Mr. Han (Jackie Chan) however told Dre that Cheng is not practicing real Kung Fu as the real martial art is about generating peace and harmony, and not hurting others. Mr. Han brought Dre to this place high above the mountains and we spot people dressed in gentle colours of grey and whites - depicting harmony. The music used as background is peaceful in contrast to the earlier scenes of Kung Fu that was full of energy.

I guess it also helped that there were one or two quite funny moments in the movie that did get one or two of my funny nerves tickling me.

In a nutshell, 3 things that made this movie weak - the drrrrrraaaaaaaaaaaaggggggyyyyyyyyyyy introduction which somehow killed the climax because the agonizing wait drained off whatever it has to offer, the weak characters whose characteristics were mostly predictable and lastly a storyline that doesn't make one go shouting "freaking awesome!!!!" in the end.

So perhaps one would only enjoy Jackie Chan's hilarious signature Kung Fu moves and also the little cute tyke Jaden Smith's funny facial expressions. Besides that.....I think it failed to live up to expectations...but wait, I wasn't really expecting anything anyway and yet, was let down.

All I can say is, this movie is overrated. 
I've never seen Leisure Mall's cinema this pack and it was packed when Karate Kid is on. But then again, if a film is generating ka-chings, who am I to say that it is lousy.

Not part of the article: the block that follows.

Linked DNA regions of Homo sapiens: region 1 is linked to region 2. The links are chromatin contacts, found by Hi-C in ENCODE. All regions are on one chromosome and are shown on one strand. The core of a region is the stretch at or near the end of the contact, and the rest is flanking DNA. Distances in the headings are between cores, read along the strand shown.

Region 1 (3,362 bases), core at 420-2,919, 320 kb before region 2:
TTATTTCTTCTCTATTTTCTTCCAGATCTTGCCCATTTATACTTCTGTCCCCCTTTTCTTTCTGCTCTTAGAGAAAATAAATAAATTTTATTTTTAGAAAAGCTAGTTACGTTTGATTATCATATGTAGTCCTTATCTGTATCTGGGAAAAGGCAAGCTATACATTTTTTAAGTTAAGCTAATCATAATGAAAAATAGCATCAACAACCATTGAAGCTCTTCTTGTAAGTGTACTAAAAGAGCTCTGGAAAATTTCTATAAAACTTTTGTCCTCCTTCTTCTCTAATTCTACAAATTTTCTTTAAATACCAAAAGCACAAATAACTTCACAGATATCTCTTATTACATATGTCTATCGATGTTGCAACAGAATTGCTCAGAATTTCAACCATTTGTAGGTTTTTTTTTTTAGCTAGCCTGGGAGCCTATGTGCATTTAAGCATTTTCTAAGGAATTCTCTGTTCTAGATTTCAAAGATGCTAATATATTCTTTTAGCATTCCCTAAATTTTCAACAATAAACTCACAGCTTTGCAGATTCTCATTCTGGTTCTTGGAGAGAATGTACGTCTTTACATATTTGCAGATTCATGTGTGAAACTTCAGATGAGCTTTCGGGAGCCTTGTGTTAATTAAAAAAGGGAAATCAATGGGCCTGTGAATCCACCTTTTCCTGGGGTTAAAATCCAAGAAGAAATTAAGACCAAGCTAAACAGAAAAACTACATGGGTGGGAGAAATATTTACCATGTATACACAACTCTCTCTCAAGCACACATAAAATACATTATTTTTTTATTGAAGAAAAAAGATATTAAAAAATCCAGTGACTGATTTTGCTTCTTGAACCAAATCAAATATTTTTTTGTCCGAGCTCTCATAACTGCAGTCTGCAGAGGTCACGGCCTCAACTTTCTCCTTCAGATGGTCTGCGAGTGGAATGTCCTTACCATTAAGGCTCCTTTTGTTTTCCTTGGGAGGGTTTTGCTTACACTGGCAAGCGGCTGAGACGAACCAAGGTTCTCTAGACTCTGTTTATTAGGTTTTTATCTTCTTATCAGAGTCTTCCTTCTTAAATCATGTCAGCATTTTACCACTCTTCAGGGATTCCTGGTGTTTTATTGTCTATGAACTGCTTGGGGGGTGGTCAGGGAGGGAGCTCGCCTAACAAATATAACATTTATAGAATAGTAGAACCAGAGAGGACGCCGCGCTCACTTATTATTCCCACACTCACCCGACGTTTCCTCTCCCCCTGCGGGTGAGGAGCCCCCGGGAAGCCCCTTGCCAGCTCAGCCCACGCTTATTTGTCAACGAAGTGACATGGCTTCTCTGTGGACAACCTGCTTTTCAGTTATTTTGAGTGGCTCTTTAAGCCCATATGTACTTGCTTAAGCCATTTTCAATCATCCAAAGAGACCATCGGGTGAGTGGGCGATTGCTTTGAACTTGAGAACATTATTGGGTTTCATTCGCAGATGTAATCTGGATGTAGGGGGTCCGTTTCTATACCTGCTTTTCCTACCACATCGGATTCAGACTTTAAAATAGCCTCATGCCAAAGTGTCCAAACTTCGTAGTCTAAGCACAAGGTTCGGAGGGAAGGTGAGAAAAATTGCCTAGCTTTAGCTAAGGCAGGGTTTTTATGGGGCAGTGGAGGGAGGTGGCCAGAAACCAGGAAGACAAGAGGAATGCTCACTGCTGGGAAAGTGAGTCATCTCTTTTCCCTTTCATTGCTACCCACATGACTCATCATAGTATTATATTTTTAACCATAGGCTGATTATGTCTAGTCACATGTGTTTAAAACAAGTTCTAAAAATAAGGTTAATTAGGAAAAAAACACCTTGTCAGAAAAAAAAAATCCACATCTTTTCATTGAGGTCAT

But looking at the positive, it is a feel good movie which reminds us to stand up when things knock us down. Now that is good advice and that, we shall bring home.

This movie is like a family project. I say so because it is basically a film Will Smith and Jada Pinkett Smith funded to provide his son an avenue to act. So they flew everyone to China and got Jackie Chan, every child's super hero to star in the movie and then Jackie taught Jaden some Kung Fu, pads up a 12-year-old with muscles.... and "BAMMMM!!!!"...Karate Kid was produced....

I don't know why, although the name of this movie is Karate Kid, I do not feel it related to the previous Karate Kid. Now I have really vague memory of the previous Karate Kid movies but the feel those films gave me is definitely different from this one. This movie is like...oh well, a stand-alone Western mixed Chinese Kung Fu movie (or you might say comedy) that was wrongly categorized under the "Karate Kid" family. 

Whatever I say doesn't matter because you already know if you are going to watch it.

But perhaps with World Cup fever, many of you will be too ill to pay attention to a 12-year-old practicing Kung Fu on the Great Wall of China. I mean, obviously 20 men chasing 1 ball is much more entertaining...;P

TC-My Rating:

With Lotsa Love

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"I love movies for its subjectivity. A movie is debatable. A single scene can mean a million things and the fun part is talking about them."